Ryan Quigley – Shorthand of Emotion (2012)

Ryan Quigley is best known as a trumpeter and band leader. As a composer, his work reflects a deep sensitivity for brass and much skill in synthesising elements of jazz improvisation within notated music. Shorthand of Emotion is titled after Tolstoy’s remark that ‘music is the shorthand of emotion.’ Quigley writes that for him ‘this phrase perfectly sums up the power of music. Music elates, excites and pulls at the heart strings as no other art form can.’

Steve Forman – UnPlanFares (2010)
Five Etic Impressions of Glasgow for brass quintet and Glasgow ensemble

-Movement one: Glass and Stone
-Movement two: Cobbles and Tarmac
-Movement three: Whiskey and Rain
-Movement four: Carillons
-Movement five: Leave to Remain

Accordion: John Somerville, Border Pipes and Guitar: Ali Hutton, Fiddle and Guitar: Innes Watson, Bodhrán: Steve Forman

Programme note by Steve Forman

Unplanfares is my very personal take on Glasgow though expatriate eyes and ears, an amalgamation of melting fanfares, mixed metaphors, mystical insight and hopeless delusion – all of it unfurling in a variety of incongruous vernaculars awash in whisky and rain. Confused yet?  Good, you're perfectly prepared.

Eddie McGuire – Auriga (2004)
The Five Stars

Auriga was commissioned and premiered by Fine Arts Brass at the Carlisle International Summer Festival in 2004. The Scottish premiere was given by Alba Brass at the 2013 Cottiers Chamber Project.

Programme note by Eddie McGuire

While I have endeavoured to create a quintet enjoyable entirely through its musical discourse, the listener may be intrigued to know why the piece is impelled in certain directions by the title and its subject matter . The seed of the idea lay in the notion of ‘five stars’ and in discussion with Judith Peacock (a harpist with a predilection for astronomy). She drew my attention to ‘Auriga – the Charioteer’. Science writer Duncan Lunan then revealed to me the myths and characters of this constellation of stars. Its mythology was already ancient when mentioned by Eudoxus (4th century BC) symbolising the crippled son of Vulcan and Minerva and immortalising his invention of the chariot to achieve mobility. Older myths saw a picture of a goat carrier with two kids which commemorated the feeding of the infant Jupiter by the daughters of the King of Crete. All this inspired music that mixes striving, poignancy, tenderness, mystery and energy. Often each instrument represents a star of Auriga: with the first trumpet as Capella (Little Goat) a hot active binary that suddenly flares up: trumpet two as Menkalina (Arabic for Shoulder of Reinbolder) fainter and hence muted; the horn as El Nath (Heel of the Reinholder), trombone as Praja-Pati (force of creation in Hindu cosmology) with hints of Indian scales, and the tuba as Al Ma’az (the he-goat) periodically eclipsed by a mystery dark object and believed to be a giant star 120,000 times the luminosity of the sun.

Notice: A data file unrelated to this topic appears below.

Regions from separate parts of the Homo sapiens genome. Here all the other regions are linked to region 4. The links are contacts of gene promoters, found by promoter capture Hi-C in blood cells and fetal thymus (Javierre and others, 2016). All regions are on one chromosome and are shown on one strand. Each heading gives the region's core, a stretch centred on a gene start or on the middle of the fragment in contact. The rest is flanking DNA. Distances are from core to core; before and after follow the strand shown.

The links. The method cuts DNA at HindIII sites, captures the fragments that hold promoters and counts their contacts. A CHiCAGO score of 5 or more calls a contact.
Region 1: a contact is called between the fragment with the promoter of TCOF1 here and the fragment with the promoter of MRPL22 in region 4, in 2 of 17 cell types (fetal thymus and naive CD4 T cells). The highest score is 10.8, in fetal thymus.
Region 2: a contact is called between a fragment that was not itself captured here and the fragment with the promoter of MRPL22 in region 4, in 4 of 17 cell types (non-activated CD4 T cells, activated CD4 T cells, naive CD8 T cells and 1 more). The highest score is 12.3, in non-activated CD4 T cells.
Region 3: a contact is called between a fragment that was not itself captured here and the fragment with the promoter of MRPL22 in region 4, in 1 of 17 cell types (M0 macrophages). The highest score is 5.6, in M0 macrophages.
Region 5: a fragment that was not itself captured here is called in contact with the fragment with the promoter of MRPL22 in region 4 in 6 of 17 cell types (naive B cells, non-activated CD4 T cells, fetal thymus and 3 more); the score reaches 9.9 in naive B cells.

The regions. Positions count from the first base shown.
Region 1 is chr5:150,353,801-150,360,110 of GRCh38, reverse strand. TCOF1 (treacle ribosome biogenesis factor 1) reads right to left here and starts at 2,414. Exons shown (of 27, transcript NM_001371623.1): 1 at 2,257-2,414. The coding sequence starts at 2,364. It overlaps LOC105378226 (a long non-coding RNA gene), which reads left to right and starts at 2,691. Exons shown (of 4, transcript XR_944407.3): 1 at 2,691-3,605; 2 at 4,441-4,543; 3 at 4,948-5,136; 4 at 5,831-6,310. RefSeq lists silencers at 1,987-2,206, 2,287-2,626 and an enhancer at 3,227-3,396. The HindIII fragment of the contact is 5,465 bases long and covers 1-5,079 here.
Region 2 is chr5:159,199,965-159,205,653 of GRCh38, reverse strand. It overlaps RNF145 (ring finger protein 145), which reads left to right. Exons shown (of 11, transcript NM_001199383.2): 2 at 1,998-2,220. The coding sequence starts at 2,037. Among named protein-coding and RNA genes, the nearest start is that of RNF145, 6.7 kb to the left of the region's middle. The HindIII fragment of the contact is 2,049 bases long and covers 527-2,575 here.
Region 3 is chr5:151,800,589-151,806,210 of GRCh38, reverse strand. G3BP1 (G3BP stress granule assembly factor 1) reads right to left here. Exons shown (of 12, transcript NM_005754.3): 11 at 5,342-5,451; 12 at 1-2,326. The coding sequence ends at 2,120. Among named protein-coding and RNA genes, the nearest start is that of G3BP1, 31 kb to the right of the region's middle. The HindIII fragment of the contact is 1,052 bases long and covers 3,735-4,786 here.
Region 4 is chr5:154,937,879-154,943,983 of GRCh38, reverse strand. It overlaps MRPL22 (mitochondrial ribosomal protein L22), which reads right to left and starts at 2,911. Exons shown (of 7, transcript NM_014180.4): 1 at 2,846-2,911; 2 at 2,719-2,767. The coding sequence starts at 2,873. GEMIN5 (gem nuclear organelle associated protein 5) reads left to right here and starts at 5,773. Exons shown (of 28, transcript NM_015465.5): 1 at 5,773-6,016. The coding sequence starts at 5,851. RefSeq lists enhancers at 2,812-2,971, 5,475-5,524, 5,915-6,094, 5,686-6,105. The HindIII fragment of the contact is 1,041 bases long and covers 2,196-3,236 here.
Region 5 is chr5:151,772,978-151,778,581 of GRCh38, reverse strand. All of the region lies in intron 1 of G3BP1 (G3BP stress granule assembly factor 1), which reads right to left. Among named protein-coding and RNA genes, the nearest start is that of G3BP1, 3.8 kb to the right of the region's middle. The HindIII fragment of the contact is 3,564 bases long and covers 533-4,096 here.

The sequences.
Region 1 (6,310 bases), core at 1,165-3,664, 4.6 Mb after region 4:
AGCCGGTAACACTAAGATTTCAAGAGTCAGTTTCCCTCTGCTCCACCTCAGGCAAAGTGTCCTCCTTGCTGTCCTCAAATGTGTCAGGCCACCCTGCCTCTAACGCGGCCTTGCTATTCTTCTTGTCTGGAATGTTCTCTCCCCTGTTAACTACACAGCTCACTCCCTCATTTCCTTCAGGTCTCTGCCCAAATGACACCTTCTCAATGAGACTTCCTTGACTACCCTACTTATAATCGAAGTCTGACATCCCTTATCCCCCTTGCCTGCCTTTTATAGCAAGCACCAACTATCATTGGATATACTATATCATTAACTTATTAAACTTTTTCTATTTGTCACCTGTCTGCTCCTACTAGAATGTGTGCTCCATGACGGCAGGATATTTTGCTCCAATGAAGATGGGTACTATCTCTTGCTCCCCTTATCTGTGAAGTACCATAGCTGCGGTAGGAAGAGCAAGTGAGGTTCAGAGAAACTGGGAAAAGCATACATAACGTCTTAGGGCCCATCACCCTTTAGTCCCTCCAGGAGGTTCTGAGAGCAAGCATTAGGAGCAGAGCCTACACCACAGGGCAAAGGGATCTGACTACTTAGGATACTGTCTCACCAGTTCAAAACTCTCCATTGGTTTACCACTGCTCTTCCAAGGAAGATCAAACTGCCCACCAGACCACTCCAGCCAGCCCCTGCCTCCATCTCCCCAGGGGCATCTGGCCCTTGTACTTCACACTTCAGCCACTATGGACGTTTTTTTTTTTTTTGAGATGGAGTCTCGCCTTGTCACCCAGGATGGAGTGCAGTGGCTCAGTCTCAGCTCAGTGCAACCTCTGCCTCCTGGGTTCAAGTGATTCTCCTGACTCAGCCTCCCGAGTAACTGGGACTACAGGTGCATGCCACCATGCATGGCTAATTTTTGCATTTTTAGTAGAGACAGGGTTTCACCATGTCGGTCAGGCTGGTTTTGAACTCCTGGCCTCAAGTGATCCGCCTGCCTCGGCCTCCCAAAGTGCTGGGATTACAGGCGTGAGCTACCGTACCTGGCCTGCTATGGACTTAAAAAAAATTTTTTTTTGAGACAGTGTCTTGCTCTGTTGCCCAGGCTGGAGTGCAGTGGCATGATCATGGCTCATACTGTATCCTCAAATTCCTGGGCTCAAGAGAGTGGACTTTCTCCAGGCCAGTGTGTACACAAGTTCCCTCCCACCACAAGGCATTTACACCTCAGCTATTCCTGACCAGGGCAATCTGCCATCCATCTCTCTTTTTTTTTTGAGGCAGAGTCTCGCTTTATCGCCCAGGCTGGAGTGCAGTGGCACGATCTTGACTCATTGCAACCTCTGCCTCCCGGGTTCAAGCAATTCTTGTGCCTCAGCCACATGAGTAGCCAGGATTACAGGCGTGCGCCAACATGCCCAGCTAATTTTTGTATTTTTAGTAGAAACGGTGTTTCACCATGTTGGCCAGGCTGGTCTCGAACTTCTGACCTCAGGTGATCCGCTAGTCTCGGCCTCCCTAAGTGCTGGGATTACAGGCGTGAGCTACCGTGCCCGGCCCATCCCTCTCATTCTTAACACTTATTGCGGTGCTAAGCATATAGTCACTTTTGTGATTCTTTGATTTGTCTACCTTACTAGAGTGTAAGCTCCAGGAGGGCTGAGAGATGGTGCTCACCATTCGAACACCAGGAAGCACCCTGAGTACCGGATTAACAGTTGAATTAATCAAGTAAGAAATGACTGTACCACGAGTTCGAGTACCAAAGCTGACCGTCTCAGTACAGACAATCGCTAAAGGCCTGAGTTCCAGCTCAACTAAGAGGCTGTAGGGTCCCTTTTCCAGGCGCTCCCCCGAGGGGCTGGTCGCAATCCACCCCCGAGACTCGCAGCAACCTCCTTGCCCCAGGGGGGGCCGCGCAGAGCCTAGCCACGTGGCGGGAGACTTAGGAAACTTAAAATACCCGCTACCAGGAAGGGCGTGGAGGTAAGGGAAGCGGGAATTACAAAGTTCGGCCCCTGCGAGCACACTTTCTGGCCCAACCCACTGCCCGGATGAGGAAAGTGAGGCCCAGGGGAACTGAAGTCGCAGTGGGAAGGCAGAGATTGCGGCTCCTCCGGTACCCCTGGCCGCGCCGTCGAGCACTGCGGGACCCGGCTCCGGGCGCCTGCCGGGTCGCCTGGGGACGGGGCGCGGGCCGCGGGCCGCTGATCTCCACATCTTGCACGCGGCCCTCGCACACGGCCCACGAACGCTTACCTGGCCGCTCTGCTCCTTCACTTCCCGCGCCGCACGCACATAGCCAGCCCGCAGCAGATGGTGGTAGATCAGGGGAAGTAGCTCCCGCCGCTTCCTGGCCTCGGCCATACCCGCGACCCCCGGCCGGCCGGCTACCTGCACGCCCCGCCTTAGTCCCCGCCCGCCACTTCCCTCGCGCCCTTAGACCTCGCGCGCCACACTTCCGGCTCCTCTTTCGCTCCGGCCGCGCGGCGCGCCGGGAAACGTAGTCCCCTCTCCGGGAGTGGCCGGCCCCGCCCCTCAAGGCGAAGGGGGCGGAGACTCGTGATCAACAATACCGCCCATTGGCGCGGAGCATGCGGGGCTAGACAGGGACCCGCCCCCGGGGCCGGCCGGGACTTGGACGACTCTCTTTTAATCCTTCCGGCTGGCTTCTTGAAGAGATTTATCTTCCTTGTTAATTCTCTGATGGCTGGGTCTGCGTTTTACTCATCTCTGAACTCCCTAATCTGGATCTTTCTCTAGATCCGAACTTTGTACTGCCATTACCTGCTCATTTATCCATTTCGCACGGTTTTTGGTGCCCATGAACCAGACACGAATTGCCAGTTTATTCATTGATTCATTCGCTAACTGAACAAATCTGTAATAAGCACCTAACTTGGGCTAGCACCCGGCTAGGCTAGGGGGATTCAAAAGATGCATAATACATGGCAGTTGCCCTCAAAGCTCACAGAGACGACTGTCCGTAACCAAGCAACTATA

Terry John’s – Paolozzi’s Windows (2010) Piano solo: John Cameron

Programme note by Terry Johns

Sir Eduardo Paolozzi was born in 1924 in Leith near Edinburgh and was interned at Saughton prison when Italy declared war on Britain in 1940. While he was a prisoner, his father, his grandfather and his uncle lost their lives when the Arandora Star, on its voyage to Canada was sunk by a German U boat in the Atlantic. The Paolozzi’s were a family of ice cream makers who owned a fish and chip shop in Leith, and who, much like the Italians in the Welsh valleys were totally accepted as members of strong and close communities. Many Italian families in Britain were left in peace, by and large by the local police at the declaration of war, and in many cases orders that had been issued to arrest people who were often family friends or even relatives by marriage were simply ignored. But Paolozzi and his family were unable to escape the consequences of the war which were particularly cruel for them However, Eduardo was greatly and appropriately honoured during his lifetime, having been Her Majesty's sculptor in Ordinary for Scotland from 1986 until his death in 2005. Here in Edinburgh the Millenium Window in St. Mary's Episcopal Cathedral at Palmerston Place is truly a glittering example of his genius. It illuminates the south transept from the south wall. This piece was written specially to be performed at a midday concert in the light of the window.